Experiencing Roberto Mighty’s earth.sky

May 28, 2015

Appolian

On a snowy February morning, I went to the studio of filmmaker and new media artist Roberto Mighty in Fort Point Channel to preview earth.sky, a multimedia installation that was to be shown at Story Chapel during Cambridge Open Studios weekend, May 9–10. I wasn’t sure quite what to expect. I had been working with Roberto for the past year on fundraising for his residency at Mount Auburn, making sure that he had the resources he needed to continue producing film and multimedia inspired by his time at the Cemetery. I had already seen several of the short films Mighty had created: each two- to five-minute piece focused on a person interred at Mount Auburn, using their own words and images of their monument in an emotionally and visually engaging way. Now I was curious to see how Mighty would pull the diverse subjects together into a single statement.

earth.sky, a multi-screen presentation 52 minutes in length, starts with the story of Peter Byus, a fugitive slave from Virginia who escaped to Massachusetts. His story is told using his will, a document that highlighted both the monumental injustice of slavery and the humanity of Byus: he wished to leave a bequest for his brother, who was still held in bondage in the South. Following Byus’s story, Mighty’s film showed Mount Auburn’s landscape in the winter. Music enhanced beautiful images of fast-falling snow as it swirled around Mount Auburn’s figural monuments.

Jenny Gilbert and Roberto Mighty

Jenny Gilbert and Roberto Mighty

In earth.sky, the short narrative films are intercut with recurring motifs of the elements earth, air, fire, water, and sky. These “interludes” capture the stunning beauty of Mount Auburn. Whether we see snow piling up into the clasped hand of a monument, a Great Blue Heron taking flight over Auburn Lake, or the sound and sights of wind rushing through the landscape, the moments of beauty are ephemeral yet profound.

Mighty’s films also delve into more modern stories, using contemporary interviews to profile people more recently buried at Mount Auburn. Their stories are often as moving as those of historical figures. Mighty illuminates the diversity of individuals interred at the Cemetery and the impact—whether great or small—of their lives. He powerfully demonstrates the value of memorialization and memory in our society.

Roberto’s work does much to further Mount Auburn’s new mission to “inspire all who visit, comfort the bereaved, and commemorate the dead in a landscape of exceptional beauty.” Today, historic cemeteries have the dual purpose of serving the bereaved and acting as cultural institutions in their communities. In the nineteenth century, rural cemeteries were celebrated as visitor destinations and were well-known for their collections of art and horticultural specimens. In the early twentieth century, however, museums and public parks became the primary places where Americans explored art and communed with the natural world, and many cemeteries narrowed their focus, often becoming solely places to bury and commemorate the dead. But in the last decades of the twentieth century, Mount Auburn renewed its commitment to serving as a community resource and has become the national leader among historic cemeteries in its role as a cultural destination, educator, and steward.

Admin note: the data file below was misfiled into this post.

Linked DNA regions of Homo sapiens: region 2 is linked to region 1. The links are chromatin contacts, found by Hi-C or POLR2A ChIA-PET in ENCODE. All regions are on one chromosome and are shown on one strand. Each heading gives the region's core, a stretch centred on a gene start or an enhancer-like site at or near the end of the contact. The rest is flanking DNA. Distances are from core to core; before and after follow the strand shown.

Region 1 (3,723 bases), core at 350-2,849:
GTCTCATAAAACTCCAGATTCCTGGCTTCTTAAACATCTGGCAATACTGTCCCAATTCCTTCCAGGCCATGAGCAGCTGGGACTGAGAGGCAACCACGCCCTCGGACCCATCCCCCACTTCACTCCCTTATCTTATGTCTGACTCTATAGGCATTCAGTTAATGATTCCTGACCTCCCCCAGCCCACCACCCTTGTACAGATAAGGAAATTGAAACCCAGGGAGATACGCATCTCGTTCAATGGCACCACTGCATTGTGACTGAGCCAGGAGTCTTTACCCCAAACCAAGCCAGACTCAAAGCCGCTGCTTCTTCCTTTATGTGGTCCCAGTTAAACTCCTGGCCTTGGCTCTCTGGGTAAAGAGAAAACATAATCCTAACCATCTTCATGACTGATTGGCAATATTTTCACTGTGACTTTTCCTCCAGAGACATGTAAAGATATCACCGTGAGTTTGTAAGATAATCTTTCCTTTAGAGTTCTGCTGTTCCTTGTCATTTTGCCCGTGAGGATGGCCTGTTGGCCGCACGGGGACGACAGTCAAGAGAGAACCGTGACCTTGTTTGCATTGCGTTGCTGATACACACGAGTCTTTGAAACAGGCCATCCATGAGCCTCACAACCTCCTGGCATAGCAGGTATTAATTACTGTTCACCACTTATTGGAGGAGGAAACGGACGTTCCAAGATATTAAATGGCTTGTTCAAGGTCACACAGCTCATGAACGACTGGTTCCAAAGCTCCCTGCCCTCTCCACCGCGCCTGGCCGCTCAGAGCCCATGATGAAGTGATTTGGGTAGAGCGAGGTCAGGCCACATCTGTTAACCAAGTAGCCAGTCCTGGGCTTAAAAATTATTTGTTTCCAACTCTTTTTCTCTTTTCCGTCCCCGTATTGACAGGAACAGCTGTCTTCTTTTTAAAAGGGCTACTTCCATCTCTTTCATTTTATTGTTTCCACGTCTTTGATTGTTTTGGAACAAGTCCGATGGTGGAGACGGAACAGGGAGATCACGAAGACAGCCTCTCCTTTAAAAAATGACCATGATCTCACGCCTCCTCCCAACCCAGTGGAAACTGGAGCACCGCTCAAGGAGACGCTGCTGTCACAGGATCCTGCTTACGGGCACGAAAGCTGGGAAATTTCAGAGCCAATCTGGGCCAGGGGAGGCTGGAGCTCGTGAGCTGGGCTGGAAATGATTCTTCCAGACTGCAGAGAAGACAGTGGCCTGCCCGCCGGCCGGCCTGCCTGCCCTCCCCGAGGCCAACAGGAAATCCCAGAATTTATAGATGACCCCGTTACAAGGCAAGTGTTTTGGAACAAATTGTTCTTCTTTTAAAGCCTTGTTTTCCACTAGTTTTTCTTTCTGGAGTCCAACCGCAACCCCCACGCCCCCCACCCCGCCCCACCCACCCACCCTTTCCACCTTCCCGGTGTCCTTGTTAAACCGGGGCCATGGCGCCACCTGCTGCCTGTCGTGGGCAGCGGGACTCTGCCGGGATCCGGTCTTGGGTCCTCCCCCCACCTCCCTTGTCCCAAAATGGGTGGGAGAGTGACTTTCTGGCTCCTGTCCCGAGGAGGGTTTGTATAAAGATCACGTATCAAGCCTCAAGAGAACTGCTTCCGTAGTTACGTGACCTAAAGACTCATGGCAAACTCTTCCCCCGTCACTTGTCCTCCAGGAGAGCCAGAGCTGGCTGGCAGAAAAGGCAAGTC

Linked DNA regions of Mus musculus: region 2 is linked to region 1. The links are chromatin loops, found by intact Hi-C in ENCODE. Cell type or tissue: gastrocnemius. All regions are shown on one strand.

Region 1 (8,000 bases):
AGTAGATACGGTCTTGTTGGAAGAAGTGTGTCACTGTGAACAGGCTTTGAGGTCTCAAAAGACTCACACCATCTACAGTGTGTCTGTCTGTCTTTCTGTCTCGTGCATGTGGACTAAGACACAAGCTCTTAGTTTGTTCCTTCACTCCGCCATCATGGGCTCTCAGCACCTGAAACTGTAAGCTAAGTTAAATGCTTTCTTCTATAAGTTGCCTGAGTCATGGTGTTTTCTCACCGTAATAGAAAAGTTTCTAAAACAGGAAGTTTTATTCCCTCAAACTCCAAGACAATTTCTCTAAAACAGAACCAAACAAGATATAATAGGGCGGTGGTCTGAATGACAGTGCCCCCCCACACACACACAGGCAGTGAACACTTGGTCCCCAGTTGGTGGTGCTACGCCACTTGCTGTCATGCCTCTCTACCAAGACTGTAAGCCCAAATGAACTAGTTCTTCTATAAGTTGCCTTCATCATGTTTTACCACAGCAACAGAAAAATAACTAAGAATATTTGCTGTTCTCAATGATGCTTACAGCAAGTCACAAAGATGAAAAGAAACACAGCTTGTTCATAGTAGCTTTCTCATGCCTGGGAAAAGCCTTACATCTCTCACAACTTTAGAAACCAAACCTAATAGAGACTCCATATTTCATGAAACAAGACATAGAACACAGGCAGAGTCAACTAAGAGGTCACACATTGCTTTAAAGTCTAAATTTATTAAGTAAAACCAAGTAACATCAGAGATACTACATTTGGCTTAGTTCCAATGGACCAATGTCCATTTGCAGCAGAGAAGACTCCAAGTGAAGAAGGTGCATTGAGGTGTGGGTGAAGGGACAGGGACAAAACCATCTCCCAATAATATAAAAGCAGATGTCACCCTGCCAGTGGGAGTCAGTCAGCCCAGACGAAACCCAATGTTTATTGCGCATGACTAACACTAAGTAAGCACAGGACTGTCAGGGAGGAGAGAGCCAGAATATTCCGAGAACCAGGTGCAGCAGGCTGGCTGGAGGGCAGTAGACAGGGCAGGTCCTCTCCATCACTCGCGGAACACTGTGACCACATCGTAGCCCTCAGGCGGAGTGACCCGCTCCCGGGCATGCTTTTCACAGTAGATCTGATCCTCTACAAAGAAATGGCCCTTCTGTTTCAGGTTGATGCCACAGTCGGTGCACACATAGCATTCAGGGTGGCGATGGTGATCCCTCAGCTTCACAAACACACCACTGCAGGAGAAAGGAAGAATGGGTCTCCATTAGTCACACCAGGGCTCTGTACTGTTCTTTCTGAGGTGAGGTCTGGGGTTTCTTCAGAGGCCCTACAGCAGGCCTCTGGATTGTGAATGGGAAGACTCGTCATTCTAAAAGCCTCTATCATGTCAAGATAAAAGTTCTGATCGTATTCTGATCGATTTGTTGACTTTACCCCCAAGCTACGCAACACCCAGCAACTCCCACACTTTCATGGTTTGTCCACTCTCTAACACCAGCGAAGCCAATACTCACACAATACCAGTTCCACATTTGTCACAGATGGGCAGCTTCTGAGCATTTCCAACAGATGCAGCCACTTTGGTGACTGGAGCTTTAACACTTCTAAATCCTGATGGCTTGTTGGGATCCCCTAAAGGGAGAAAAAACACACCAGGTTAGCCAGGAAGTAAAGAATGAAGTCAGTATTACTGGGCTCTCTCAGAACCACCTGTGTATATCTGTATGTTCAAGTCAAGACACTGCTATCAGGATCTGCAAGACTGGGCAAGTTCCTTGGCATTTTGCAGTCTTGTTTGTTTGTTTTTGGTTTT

In 2013, the Cemetery formed a trustee-level Education & Outreach Committee to help promote Mount Auburn’s role as a cultural resource. The committee’s goals include engaging new audiences while promoting the Cemetery as a thought leader. With these goals in mind, Mount Auburn has been working with artists and arts organizations to foster conversations with the public about mortality and the power of place. Recent programs in this vein have included last year’s staged readings of Thornton Wilder’s Our Town, in partnership with the Cambridge-based Underground Railway Theater; the third annual production of A Glimpse Beyond, a site-specific interpretation of Mount Auburn’s landscape through original music and choreography; and the highly successful series of Death Cafés. Mighty’s artist residency—the first of its kind—is yet another contribution to this effort.

The Friends of Mount Auburn Cemetery is still fundraising to support the completion of Mighty’s earth.sky project, which will be available as a GPS-tagged exhibition on Mount Auburn’s new mobile app slated to launch in 2017. Although the exhibition in Story Chapel was temporary, you can view an online preview of earth.sky on Mount Auburn’s website.

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